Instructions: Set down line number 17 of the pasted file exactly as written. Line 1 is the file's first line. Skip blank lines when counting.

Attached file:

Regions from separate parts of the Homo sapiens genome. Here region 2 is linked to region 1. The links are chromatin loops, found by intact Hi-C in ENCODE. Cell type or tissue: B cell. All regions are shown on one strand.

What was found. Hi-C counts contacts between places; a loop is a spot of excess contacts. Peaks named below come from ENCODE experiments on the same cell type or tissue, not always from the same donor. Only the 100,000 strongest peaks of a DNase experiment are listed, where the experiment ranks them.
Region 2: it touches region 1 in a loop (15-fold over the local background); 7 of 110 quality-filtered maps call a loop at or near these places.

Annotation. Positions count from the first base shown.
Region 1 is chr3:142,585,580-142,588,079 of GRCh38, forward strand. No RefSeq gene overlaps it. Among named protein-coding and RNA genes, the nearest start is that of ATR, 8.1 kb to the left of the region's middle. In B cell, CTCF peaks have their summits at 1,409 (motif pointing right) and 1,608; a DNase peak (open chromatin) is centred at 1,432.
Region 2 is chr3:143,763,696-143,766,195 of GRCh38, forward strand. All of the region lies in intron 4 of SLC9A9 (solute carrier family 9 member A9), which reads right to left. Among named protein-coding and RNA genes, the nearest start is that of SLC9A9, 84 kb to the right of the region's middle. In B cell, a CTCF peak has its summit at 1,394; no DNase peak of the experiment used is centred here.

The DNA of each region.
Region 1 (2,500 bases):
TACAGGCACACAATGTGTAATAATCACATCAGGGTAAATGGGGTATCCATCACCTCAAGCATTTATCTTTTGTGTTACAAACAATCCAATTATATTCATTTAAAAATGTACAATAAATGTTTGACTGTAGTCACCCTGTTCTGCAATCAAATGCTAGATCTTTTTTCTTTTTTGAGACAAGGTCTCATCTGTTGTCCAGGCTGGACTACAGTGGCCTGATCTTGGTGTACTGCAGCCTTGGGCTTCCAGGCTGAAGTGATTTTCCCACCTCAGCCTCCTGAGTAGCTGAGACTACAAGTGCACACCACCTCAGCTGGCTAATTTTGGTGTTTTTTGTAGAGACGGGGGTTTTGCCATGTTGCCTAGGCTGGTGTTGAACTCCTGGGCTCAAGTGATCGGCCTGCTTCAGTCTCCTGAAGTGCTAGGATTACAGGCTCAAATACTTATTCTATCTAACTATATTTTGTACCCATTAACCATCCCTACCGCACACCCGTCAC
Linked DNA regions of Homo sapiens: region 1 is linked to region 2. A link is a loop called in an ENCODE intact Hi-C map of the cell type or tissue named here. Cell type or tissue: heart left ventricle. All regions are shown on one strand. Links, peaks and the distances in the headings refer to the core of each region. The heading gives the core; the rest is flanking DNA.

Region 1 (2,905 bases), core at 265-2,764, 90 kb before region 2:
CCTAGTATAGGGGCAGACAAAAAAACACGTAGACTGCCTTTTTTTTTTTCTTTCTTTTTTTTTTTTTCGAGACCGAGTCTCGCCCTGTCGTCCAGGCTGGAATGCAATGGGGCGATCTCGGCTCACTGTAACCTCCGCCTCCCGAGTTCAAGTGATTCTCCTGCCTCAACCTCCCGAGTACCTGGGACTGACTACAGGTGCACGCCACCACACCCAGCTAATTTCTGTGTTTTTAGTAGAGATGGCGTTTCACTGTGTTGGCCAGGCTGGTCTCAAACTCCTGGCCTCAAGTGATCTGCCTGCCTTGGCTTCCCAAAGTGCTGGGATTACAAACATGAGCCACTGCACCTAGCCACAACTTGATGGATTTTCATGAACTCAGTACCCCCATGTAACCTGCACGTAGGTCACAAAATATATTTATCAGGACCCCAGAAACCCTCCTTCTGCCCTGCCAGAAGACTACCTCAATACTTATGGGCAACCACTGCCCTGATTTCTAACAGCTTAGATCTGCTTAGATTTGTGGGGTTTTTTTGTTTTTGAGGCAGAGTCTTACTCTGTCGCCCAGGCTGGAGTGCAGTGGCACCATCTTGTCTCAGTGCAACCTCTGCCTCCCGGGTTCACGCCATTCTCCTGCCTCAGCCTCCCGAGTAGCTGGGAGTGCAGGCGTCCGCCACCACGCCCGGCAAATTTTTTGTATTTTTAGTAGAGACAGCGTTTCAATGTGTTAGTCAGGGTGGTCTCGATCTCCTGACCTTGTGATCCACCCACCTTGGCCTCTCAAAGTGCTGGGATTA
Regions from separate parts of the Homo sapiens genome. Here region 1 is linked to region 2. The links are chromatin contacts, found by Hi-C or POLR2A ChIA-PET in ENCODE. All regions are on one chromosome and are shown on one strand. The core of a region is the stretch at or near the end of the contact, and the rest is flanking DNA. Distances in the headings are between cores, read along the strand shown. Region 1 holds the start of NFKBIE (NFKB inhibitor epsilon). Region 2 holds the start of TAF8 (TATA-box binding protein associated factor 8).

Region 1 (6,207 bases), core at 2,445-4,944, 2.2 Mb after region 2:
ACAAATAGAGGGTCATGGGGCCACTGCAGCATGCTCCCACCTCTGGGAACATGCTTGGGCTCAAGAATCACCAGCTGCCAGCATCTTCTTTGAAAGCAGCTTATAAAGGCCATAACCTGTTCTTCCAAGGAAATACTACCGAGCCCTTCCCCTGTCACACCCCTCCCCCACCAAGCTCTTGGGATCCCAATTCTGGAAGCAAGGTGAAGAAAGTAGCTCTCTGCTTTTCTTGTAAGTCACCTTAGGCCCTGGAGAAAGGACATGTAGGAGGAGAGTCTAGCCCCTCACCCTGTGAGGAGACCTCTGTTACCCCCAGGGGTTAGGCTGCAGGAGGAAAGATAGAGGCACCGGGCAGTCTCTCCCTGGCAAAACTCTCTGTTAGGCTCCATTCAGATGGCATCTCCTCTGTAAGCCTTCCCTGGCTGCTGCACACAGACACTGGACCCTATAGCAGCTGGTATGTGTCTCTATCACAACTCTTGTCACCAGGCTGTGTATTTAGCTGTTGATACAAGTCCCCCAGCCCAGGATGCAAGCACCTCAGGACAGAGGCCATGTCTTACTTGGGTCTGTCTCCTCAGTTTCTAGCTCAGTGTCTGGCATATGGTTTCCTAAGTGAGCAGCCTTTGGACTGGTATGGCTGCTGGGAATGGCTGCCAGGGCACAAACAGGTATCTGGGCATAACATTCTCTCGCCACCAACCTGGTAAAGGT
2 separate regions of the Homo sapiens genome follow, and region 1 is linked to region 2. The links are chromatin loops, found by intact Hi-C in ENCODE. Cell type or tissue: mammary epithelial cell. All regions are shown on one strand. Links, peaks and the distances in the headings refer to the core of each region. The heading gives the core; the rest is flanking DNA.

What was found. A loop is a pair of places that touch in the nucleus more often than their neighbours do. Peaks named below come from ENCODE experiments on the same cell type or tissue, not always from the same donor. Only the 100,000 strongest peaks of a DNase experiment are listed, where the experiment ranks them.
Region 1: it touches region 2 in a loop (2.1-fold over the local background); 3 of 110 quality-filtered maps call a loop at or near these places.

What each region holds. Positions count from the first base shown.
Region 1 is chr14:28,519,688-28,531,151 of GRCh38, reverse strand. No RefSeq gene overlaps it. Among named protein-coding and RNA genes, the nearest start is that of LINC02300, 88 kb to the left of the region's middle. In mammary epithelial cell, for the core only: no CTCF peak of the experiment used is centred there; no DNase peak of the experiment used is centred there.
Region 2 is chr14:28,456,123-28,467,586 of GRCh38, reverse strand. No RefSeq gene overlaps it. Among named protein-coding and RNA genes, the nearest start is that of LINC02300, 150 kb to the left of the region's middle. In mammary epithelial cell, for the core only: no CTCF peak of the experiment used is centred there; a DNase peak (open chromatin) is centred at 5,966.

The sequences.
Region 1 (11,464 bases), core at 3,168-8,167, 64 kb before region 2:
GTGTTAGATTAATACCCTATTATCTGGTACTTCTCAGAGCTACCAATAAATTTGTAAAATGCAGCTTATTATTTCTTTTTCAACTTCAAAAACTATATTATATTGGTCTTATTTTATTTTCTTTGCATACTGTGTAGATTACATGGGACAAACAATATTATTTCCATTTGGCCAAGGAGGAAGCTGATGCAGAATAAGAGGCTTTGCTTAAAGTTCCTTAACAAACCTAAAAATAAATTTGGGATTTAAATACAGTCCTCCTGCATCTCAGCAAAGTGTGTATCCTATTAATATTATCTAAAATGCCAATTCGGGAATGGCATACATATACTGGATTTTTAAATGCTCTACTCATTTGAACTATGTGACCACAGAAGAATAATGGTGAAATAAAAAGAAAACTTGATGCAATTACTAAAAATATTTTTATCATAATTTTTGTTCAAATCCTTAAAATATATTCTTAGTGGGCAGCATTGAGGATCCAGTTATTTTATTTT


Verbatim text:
What was found. A loop is a pair of places that touch in the nucleus more often than their neighbours do. Peaks named below come from ENCODE experiments on the same cell type or tissue, not always from the same donor. Only the 100,000 strongest peaks of a DNase experiment are listed, where the experiment ranks them.